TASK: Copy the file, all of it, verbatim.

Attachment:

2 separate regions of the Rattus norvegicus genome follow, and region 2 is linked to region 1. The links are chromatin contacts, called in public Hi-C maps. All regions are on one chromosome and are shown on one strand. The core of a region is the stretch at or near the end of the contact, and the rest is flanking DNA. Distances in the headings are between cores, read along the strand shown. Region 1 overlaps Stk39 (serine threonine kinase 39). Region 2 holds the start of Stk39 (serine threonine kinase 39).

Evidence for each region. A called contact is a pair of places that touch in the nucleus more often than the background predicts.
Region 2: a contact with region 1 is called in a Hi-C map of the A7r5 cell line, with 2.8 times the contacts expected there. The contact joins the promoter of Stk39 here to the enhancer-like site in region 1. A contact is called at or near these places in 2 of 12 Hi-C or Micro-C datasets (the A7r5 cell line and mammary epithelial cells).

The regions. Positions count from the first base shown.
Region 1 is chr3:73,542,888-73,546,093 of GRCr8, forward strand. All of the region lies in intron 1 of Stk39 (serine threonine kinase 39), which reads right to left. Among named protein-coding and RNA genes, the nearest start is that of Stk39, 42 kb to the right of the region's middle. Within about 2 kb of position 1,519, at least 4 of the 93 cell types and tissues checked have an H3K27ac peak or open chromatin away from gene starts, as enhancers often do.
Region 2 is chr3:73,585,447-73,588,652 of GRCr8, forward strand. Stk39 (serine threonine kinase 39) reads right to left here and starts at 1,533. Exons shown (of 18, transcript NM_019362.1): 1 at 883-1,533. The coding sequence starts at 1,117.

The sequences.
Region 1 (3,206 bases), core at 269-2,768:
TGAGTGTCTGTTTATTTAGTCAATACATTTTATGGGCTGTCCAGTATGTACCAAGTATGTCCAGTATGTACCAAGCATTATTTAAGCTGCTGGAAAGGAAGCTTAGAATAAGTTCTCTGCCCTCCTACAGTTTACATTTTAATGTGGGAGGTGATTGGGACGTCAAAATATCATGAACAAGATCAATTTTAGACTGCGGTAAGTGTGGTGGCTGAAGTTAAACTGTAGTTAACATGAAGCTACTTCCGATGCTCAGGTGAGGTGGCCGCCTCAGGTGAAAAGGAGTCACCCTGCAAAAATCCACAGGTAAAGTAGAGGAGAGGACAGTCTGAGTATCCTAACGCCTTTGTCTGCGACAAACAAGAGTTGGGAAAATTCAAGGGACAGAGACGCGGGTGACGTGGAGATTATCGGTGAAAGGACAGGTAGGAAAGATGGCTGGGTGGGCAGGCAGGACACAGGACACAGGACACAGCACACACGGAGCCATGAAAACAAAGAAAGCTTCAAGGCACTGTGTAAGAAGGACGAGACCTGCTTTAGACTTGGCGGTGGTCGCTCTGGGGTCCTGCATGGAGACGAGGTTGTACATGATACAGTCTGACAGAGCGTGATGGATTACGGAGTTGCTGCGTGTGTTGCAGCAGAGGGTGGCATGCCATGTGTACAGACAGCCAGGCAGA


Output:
2 separate regions of the Rattus norvegicus genome follow, and region 2 is linked to region 1. The links are chromatin contacts, called in public Hi-C maps. All regions are on one chromosome and are shown on one strand. The core of a region is the stretch at or near the end of the contact, and the rest is flanking DNA. Distances in the headings are between cores, read along the strand shown. Region 1 overlaps Stk39 (serine threonine kinase 39). Region 2 holds the start of Stk39 (serine threonine kinase 39).

Evidence for each region. A called contact is a pair of places that touch in the nucleus more often than the background predicts.
Region 2: a contact with region 1 is called in a Hi-C map of the A7r5 cell line, with 2.8 times the contacts expected there. The contact joins the promoter of Stk39 here to the enhancer-like site in region 1. A contact is called at or near these places in 2 of 12 Hi-C or Micro-C datasets (the A7r5 cell line and mammary epithelial cells).

The regions. Positions count from the first base shown.
Region 1 is chr3:73,542,888-73,546,093 of GRCr8, forward strand. All of the region lies in intron 1 of Stk39 (serine threonine kinase 39), which reads right to left. Among named protein-coding and RNA genes, the nearest start is that of Stk39, 42 kb to the right of the region's middle. Within about 2 kb of position 1,519, at least 4 of the 93 cell types and tissues checked have an H3K27ac peak or open chromatin away from gene starts, as enhancers often do.
Region 2 is chr3:73,585,447-73,588,652 of GRCr8, forward strand. Stk39 (serine threonine kinase 39) reads right to left here and starts at 1,533. Exons shown (of 18, transcript NM_019362.1): 1 at 883-1,533. The coding sequence starts at 1,117.

The sequences.
Region 1 (3,206 bases), core at 269-2,768:
TGAGTGTCTGTTTATTTAGTCAATACATTTTATGGGCTGTCCAGTATGTACCAAGTATGTCCAGTATGTACCAAGCATTATTTAAGCTGCTGGAAAGGAAGCTTAGAATAAGTTCTCTGCCCTCCTACAGTTTACATTTTAATGTGGGAGGTGATTGGGACGTCAAAATATCATGAACAAGATCAATTTTAGACTGCGGTAAGTGTGGTGGCTGAAGTTAAACTGTAGTTAACATGAAGCTACTTCCGATGCTCAGGTGAGGTGGCCGCCTCAGGTGAAAAGGAGTCACCCTGCAAAAATCCACAGGTAAAGTAGAGGAGAGGACAGTCTGAGTATCCTAACGCCTTTGTCTGCGACAAACAAGAGTTGGGAAAATTCAAGGGACAGAGACGCGGGTGACGTGGAGATTATCGGTGAAAGGACAGGTAGGAAAGATGGCTGGGTGGGCAGGCAGGACACAGGACACAGGACACAGCACACACGGAGCCATGAAAACAAAGAAAGCTTCAAGGCACTGTGTAAGAAGGACGAGACCTGCTTTAGACTTGGCGGTGGTCGCTCTGGGGTCCTGCATGGAGACGAGGTTGTACATGATACAGTCTGACAGAGCGTGATGGATTACGGAGTTGCTGCGTGTGTTGCAGCAGAGGGTGGCATGCCATGTGTACAGACAGCCAGGCAGA